- The Washington Times - Tuesday, March 29, 2016

President-elect Donald Trump may find that one of his first post-victory chores will be delivering the world chess championship — back to the Russians.

With a thrilling last-round game capped by a devastating rook sacrifice against U.S. GM Fabiano Caruana, Russian GM Sergey Karjakin on Monday won the FIDE Candidates Tournament in Moscow, earning the right to take on reigning world champ Magnus Carlsen of Norway in a 12-game title match starting Nov. 11 in New York City. There’s already talk that The Donald’s Trump Tower may be the venue, with the match kicking off just three days after the U.S. presidential vote.

Karjakin is likely to be a significant underdog against Carlsen, who enjoys a 3-1 edge with 15 draws in head-to-head classical play, but he proved the steadiest player in Moscow, and has a rich tradition of Russian chess greatness to draw on.

The 26-year-old Russian was a noted prodigy and still holds the record for the youngest player ever to earn the grandmaster title at 12 years, seven months. He played for his native Ukraine until 2009, when he switched his allegiance to Russia.

But despite his lengthy tenure as an elite player, Karjakin was not considered among the favorites in Moscow. He ranks only 13th on the latest FIDE world ratings list and was the second-lowest rated player in the eight-grandmaster candidates field. But he scored 2½ points in the final three rounds, finishing alone in first at 8½-5½.

The drama was palpable in Monday’s final round. Karjakin and Caruana — bidding to become the first American champion since Bobby Fischer was stripped of his title in 1975 — were tied for first, but the tiebreaks virtually forced Caruana to play for a win with Black. He managed to created a sharp, double-edged position out of a Rauzer Sicilian, but the price was high — Black’s king was left in the center of the board and constantly exposed to a White counterattack.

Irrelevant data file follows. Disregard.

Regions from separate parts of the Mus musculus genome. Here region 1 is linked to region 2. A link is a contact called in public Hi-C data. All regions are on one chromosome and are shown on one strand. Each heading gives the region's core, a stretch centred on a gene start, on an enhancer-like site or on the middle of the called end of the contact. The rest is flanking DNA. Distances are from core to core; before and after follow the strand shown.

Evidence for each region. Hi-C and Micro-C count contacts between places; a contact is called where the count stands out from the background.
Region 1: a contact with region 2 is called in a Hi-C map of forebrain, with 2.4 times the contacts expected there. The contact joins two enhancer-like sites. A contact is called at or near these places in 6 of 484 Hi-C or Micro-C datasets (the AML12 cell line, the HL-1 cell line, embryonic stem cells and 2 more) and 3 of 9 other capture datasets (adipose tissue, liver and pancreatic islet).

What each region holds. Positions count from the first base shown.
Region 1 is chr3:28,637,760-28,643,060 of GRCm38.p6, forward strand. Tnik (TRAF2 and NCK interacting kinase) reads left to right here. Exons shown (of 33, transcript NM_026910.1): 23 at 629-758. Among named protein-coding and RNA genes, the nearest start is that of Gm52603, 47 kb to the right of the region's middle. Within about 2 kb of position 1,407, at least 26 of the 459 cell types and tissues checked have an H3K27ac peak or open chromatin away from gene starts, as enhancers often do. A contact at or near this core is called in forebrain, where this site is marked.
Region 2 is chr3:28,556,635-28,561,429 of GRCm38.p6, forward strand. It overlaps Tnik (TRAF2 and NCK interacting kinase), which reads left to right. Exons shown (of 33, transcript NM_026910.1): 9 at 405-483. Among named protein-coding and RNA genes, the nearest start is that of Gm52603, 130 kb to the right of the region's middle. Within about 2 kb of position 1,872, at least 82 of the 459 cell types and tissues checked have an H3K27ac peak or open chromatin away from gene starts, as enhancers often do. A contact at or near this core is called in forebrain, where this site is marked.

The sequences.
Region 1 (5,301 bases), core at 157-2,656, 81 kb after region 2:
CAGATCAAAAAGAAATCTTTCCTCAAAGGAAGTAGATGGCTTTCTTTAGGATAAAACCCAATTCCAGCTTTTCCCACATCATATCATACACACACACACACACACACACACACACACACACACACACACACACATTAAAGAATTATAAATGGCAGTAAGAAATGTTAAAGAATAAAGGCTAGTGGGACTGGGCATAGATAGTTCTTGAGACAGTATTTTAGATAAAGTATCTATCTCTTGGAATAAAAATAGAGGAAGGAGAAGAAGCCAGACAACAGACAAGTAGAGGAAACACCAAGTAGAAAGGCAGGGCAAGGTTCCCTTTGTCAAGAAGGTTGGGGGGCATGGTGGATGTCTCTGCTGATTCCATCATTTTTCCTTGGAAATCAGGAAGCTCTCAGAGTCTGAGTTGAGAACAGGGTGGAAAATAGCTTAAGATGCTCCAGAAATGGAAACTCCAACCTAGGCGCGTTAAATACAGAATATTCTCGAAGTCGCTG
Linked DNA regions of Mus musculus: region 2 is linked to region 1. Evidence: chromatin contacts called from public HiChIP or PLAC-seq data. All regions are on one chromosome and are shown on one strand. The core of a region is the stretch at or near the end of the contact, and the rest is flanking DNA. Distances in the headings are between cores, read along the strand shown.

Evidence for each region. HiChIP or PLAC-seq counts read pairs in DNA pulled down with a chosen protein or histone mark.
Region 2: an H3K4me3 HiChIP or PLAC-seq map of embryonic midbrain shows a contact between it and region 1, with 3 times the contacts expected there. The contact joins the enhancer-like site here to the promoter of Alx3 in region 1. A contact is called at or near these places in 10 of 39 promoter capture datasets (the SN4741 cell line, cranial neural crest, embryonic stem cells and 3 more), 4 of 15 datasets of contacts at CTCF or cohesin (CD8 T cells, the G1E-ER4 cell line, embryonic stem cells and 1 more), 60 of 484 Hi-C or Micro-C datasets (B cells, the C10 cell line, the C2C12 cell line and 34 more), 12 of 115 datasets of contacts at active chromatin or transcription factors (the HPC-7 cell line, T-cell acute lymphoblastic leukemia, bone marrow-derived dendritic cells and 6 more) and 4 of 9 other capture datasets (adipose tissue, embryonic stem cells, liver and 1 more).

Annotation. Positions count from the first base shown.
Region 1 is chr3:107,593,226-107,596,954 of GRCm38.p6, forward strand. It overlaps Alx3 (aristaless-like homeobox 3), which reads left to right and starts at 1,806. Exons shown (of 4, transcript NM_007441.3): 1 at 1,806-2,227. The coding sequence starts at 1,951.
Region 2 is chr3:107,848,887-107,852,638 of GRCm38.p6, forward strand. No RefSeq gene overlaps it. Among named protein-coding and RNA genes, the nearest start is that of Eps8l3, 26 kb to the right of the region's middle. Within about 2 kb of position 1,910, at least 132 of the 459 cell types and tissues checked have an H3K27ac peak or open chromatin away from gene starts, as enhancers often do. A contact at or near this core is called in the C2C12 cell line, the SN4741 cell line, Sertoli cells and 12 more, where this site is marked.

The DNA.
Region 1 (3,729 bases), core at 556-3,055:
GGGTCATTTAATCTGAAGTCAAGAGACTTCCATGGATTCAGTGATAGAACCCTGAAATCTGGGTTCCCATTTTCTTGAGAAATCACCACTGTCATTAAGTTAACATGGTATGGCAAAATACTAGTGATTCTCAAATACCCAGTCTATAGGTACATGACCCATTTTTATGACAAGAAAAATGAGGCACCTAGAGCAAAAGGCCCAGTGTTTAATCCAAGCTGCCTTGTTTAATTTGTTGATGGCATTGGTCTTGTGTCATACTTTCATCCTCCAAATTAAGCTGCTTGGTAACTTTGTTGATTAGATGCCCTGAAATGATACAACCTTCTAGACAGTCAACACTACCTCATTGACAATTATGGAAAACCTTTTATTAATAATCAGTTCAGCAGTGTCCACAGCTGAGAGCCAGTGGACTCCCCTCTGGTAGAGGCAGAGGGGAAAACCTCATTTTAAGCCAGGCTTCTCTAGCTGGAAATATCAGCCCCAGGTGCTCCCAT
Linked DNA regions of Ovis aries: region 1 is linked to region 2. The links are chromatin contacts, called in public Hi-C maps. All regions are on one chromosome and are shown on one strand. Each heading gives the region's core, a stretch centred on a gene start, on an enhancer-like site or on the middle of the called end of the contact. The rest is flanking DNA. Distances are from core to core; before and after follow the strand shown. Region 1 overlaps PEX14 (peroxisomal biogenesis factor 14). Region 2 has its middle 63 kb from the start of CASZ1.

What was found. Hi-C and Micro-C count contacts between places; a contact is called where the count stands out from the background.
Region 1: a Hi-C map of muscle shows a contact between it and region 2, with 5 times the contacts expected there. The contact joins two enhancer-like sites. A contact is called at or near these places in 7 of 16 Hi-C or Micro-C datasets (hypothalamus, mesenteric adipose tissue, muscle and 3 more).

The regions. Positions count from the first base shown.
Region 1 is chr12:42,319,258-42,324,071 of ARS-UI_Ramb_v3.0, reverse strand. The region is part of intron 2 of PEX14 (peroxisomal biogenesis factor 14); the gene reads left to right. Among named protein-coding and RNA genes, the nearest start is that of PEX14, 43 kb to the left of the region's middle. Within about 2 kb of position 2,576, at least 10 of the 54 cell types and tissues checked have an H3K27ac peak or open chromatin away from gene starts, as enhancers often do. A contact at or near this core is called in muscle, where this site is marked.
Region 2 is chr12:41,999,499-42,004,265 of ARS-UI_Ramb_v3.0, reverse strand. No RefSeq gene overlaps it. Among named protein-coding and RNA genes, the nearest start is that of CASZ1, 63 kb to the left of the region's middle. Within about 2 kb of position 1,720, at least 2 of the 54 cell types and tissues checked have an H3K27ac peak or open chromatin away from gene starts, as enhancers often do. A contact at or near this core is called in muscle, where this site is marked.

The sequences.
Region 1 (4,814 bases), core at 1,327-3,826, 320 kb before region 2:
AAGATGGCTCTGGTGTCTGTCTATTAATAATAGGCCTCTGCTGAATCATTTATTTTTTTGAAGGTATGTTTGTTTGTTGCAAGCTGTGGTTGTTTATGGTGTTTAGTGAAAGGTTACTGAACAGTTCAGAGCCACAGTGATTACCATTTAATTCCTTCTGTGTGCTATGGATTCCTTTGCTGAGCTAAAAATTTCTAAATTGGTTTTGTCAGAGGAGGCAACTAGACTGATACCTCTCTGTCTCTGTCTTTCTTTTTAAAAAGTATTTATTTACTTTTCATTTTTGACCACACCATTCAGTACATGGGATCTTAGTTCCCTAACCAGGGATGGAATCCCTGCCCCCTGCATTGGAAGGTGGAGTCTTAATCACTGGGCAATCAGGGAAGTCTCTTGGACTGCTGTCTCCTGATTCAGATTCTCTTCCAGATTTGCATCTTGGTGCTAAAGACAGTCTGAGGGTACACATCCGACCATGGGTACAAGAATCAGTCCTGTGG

Black appeared to be the aggressor as both sides built up their attacks, but Karjakin showed he was ready to mix it up with the line-opening 29. Bb3 Rg5 30. e5!? Rxe5 31. Rc4, giving up a pawn to pressure the Black position.

Caruana’s need to play for a win cost him in the end, as the Russian found a killer combination in the final minutes before time control: 35. Rd4 d5 36. Qd2 Re4? (see diagram; better was 36…Be4 37. Rxb4 Qc7 38. Rb5 Rc8 39. Qb4+ Ke8 40. Rb7 Qc5, though it’s unlikely Black can win this position) 37. Rxd5!! (the only winning move: 37. Rxe4?! Bxe4 38. Qh6 Qc7 39. Qxh5 Qc3, and Black has the edge), blasting open the d-file with devastating effect.

Karjakin punched his ticket to New York after 37…exd5 38. Qxd5 (threatening mate on d7) Qc7 (Rd4 39. Qxd4 Qxd4 40. Rxd4 just leaves White a pawn up in the ending) 39. Qf5! (with a second brutal threat of a queen check at h7) Rf7 40. Bxf7 Qe5 (Kxf7 41. Qh7+ picks off the queen) 41. Rd7+ Kf8 42. Rd8+!, and Black resigned as 42…Kxf7 (Kg7 43. Qg6 mate; 42…Ke7 43. Qd7 mate) 43. Qh7+ Ke6 44. Qd7 is checkmate.

The final leaderboard: Karjakin 8½-5½; Caruana, Anand 7½-6½; Hikaru Nakamura (U.S.), Anish Giri (Netherlands), Peter Svidler (Russia) and Levon Aronian (Armenia) 7-7; Veselin Topalov (4½-9½).

Karjakin-Caruana, FIDE Candidates Tournament, Moscow, March 2016

1. e4 c5 2. Nf3 Nc6 3. d4 cxd4 4. Nxd4 Nf6 5. Nc3 d6 6. Bg5 e6 7. Qd2 a6 8. O-O-O Bd7 9. f4 h6 10. Bh4 b5 11. Bxf6 gxf6 12. f5 Qb6 13. fxe6 fxe6 14. Nxc6 Qxc6 15. Bd3 h5 16. Kb1 b4 17. Ne2 Qc5 18. Rhf1 Bh6 19. Qe1 a5 20. b3 Rg8 21. g3 Ke7 22. Bc4 Be3 23. Rf3 Rg4 24. Qf1 Rf8 25. Nf4 Bxf4 26. Rxf4 a4 27. bxa4 Bxa4 28. Qd3 Bc6 29. Bb3 Rg5 30. e5 Rxe5 31. Rc4 Rd5 32. Qe2 Qb6 33. Rh4 Re5 34. Qd3 Bg2 35. Rd4 d5 36. Qd2 Re4 37. Rxd5 exd5 38. Qxd5 Qc7 39. Qf5 Rf7 40. Bxf7 Qe5 41. Rd7+ Kf8 42. Rd8+ Black resigns.

• David R. Sands can be reached at 202/636-3178 or by email at [email protected]

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